Problem with float operations

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Hi, I'm testing GCC float operations against IAR's.

Though I select ATmega644, which has enhanced core, the float arithmetic operations don't use MULS and MULU. This results in multiplication and addition five times slower than those obtained with IAR compiler. Also the division is two times slower.

Someone can tell me if there is something wrong or incomplete in my test project or if GCC doesn't provide optimized float routines at all?

thanks

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Try using Mfile to generate a Makefile for it to ensure that all the best options are being used.

Cliff

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Thank you, Cliff.
I think my Makefile is correct, the only option to tell the compiler to use enhanced core instructions seems to be the -mmcu=mcu as stated in the gcc-4.1.1 document.
This works properly since I tested mcu other than ATmega644 and used SFRs present only in ATmega644; I get error messages. Instead, if I select the right MCU, it compiles and runs without errors.
Actually with -mmcu you can select the MCU type, not the instruction set (avr1..avr5), this should follow automatically the MCU type.
I must argue that there are no float optimized routines using enhanced core instructions...
...unless someone tells me I'm wrong (and why).

Franco

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gcc doesn't know about those sort of operations. You will need to call an assembler routine if you want to use them in your program.

Leon

Leon Heller G1HSM

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OK Leon.
I too was thinking this.
So it's time to write some assembler code.

Franco

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I haven't taken a look at your makefile, but are you linking to the math library? (Use -lm in the link flags) And are you including ?

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Dear EW,
I have added -lm and included math.h.
I think that the above refer to math functions not just float arithmetic.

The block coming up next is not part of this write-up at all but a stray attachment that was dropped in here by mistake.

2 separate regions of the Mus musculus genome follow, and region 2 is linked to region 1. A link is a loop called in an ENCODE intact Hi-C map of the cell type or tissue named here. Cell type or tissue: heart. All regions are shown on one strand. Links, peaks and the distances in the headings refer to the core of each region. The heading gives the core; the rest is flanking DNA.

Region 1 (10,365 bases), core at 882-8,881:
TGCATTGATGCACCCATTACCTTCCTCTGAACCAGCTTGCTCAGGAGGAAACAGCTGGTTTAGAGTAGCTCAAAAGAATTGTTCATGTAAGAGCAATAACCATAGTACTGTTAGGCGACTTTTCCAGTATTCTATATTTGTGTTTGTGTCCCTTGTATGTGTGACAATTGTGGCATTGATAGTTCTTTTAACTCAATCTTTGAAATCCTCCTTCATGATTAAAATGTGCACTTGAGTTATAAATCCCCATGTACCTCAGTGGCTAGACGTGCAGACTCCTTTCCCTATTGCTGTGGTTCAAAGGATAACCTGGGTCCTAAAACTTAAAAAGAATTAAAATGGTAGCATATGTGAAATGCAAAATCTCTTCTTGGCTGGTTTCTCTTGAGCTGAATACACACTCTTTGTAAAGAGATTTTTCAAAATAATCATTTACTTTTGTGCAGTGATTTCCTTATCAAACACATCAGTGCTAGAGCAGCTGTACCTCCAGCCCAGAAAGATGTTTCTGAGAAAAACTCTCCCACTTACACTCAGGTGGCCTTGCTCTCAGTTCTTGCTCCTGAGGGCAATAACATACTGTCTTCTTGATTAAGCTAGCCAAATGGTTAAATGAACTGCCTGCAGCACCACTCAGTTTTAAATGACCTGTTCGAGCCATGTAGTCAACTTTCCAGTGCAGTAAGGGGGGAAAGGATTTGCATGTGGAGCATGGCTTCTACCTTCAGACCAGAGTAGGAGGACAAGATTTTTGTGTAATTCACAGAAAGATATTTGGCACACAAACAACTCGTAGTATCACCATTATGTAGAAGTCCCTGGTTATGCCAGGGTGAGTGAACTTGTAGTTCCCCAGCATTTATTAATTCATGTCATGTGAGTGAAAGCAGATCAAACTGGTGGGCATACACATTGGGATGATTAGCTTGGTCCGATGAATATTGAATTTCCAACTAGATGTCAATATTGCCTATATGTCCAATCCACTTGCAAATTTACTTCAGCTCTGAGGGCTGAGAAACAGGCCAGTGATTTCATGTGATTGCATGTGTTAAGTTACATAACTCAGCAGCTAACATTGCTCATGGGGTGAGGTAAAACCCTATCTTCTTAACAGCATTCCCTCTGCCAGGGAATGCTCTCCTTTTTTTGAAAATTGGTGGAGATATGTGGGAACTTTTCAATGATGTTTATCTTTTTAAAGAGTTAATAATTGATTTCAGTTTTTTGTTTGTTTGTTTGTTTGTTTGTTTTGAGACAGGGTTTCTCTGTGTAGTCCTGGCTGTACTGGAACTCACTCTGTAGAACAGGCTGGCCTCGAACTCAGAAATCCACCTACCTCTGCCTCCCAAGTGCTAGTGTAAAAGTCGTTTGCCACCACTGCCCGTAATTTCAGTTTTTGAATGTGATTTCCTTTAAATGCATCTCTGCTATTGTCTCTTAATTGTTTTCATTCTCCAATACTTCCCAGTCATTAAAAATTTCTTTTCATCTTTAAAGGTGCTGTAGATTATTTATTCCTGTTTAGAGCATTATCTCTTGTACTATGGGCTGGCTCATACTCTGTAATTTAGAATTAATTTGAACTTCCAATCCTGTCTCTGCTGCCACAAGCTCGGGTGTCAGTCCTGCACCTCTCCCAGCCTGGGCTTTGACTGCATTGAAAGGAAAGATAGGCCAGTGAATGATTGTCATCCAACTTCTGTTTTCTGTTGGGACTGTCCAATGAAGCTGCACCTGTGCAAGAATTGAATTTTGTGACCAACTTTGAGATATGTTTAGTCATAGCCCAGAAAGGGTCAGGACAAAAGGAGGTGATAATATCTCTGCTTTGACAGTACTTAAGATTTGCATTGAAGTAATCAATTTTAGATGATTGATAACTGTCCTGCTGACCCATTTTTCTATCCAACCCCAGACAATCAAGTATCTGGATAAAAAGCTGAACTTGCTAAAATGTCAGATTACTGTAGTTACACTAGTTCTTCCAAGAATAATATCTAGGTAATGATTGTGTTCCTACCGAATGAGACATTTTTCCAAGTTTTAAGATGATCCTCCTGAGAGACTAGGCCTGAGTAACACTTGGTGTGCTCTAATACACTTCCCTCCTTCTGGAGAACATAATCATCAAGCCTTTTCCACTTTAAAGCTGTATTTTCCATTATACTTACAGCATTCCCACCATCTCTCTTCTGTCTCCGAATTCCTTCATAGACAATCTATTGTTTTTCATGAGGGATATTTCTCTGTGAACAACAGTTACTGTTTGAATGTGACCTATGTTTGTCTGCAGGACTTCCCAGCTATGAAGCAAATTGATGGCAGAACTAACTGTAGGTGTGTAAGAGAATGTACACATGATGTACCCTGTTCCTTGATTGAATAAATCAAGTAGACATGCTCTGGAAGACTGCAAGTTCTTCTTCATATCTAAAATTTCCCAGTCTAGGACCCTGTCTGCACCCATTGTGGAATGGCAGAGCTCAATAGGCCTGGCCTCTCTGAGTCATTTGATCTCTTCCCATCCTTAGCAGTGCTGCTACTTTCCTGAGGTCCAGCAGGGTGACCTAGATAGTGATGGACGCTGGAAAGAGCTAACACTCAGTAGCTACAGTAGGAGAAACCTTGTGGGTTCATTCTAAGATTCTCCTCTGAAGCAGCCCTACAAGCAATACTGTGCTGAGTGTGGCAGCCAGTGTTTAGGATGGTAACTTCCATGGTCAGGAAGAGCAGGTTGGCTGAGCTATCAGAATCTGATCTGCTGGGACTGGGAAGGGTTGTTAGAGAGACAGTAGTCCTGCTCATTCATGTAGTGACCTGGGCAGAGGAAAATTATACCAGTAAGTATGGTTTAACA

Please run the AVR Studio project attached and you'll be able to see the same slow timings as before.

Franco

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All my trouble was due to a couple of nasty mistakes:

1)
I didn't use
GENDEPFLAGS = -MMD -MP -MF .dep/$(@F).d
to generate dependencies

2)
Some filenames had capital letters instead of lowercase so the compilation didn't run correctly.

The bottom line
GNU floating point is about 40% faster than IAR's. A very good score.

bye,
Franco

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fbm3ga wrote:
GNU floating point is about 40% faster than IAR's.

On one particular test.

Benchmarks? What are they good for? Absolutley nothing.

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I wanted to see if GNU could use the enhanced core instructions and indeed it does use them if correctly called.

After comparing IAR vs. GNU running my little benchmark I tried a more exhaustive test porting from IAR to GNU an industrial controller with ATmega644.
This application makes many different complicated calculations and, again, I got an average +40% performance.

I'm happy with this.
Franco

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Quote:

I got an average +40% performance.

I found this quite hard to believe, especially in light of past FP quick tests like this with various AVR C compilers. And IAR is the Big Dog in ultimate performance, right?

Indeed, a peek at Franco's source shows:

volatile double x,y,z,s,t;

I'll wager a cold one that IAR actually did 64-bit "double" operations, and GCC did 32-bit "float" operations.

Lee

You can put lipstick on a pig, but it is still a pig.

I've never met a pig I didn't like, as long as you have some salt and pepper.

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Hi Lee, you are welcome!
I didn't expect my statement could trigger any reply.
My simple benchmarks had the sole purpose to verify if GCC could support enhanced core instructions and how well it performed with floating point elementary operations.
IAR actually doesn't support 64-bit math and both IAR and GCC consider "double=float".
My tests tried to cover a wide range of mantissas to get an average cycle count, looking at the disassemble window in AVR Studio you can see that IAR doesn't use the MUL instruction. Anyway GCC has a better overall register and jump management. This leads to my positive rating of GCC.

The attachment contains two AVR Studio projects with the same test compiled with IAR and GCC. If you have AVR Studio you can see the results by yourself. This is only to account for what I wrote and without any claim to state if GCC is better than IAR.